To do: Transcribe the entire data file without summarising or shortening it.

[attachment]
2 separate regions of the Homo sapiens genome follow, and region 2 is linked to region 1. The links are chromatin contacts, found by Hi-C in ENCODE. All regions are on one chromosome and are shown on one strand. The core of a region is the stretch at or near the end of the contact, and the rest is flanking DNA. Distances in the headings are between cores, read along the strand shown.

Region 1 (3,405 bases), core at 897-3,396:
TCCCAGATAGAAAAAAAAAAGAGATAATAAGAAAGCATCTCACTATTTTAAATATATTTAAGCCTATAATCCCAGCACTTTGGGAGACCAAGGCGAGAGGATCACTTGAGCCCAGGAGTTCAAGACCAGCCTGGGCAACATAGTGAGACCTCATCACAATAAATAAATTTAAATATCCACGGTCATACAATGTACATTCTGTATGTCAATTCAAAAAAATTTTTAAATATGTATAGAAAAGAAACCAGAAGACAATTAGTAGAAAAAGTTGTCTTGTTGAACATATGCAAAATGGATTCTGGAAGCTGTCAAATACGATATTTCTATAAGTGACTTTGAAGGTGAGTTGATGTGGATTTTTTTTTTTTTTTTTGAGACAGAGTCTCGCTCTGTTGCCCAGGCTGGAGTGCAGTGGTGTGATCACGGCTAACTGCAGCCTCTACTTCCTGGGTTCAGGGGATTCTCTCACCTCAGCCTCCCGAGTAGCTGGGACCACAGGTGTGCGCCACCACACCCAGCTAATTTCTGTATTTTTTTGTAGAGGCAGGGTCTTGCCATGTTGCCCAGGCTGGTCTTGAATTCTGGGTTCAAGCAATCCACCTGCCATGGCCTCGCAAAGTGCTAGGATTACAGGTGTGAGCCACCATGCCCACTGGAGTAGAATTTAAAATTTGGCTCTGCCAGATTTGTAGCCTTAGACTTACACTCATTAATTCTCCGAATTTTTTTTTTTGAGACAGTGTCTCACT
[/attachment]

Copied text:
2 separate regions of the Homo sapiens genome follow, and region 2 is linked to region 1. The links are chromatin contacts, found by Hi-C in ENCODE. All regions are on one chromosome and are shown on one strand. The core of a region is the stretch at or near the end of the contact, and the rest is flanking DNA. Distances in the headings are between cores, read along the strand shown.

Region 1 (3,405 bases), core at 897-3,396:
TCCCAGATAGAAAAAAAAAAGAGATAATAAGAAAGCATCTCACTATTTTAAATATATTTAAGCCTATAATCCCAGCACTTTGGGAGACCAAGGCGAGAGGATCACTTGAGCCCAGGAGTTCAAGACCAGCCTGGGCAACATAGTGAGACCTCATCACAATAAATAAATTTAAATATCCACGGTCATACAATGTACATTCTGTATGTCAATTCAAAAAAATTTTTAAATATGTATAGAAAAGAAACCAGAAGACAATTAGTAGAAAAAGTTGTCTTGTTGAACATATGCAAAATGGATTCTGGAAGCTGTCAAATACGATATTTCTATAAGTGACTTTGAAGGTGAGTTGATGTGGATTTTTTTTTTTTTTTTTGAGACAGAGTCTCGCTCTGTTGCCCAGGCTGGAGTGCAGTGGTGTGATCACGGCTAACTGCAGCCTCTACTTCCTGGGTTCAGGGGATTCTCTCACCTCAGCCTCCCGAGTAGCTGGGACCACAGGTGTGCGCCACCACACCCAGCTAATTTCTGTATTTTTTTGTAGAGGCAGGGTCTTGCCATGTTGCCCAGGCTGGTCTTGAATTCTGGGTTCAAGCAATCCACCTGCCATGGCCTCGCAAAGTGCTAGGATTACAGGTGTGAGCCACCATGCCCACTGGAGTAGAATTTAAAATTTGGCTCTGCCAGATTTGTAGCCTTAGACTTACACTCATTAATTCTCCGAATTTTTTTTTTTGAGACAGTGTCTCACT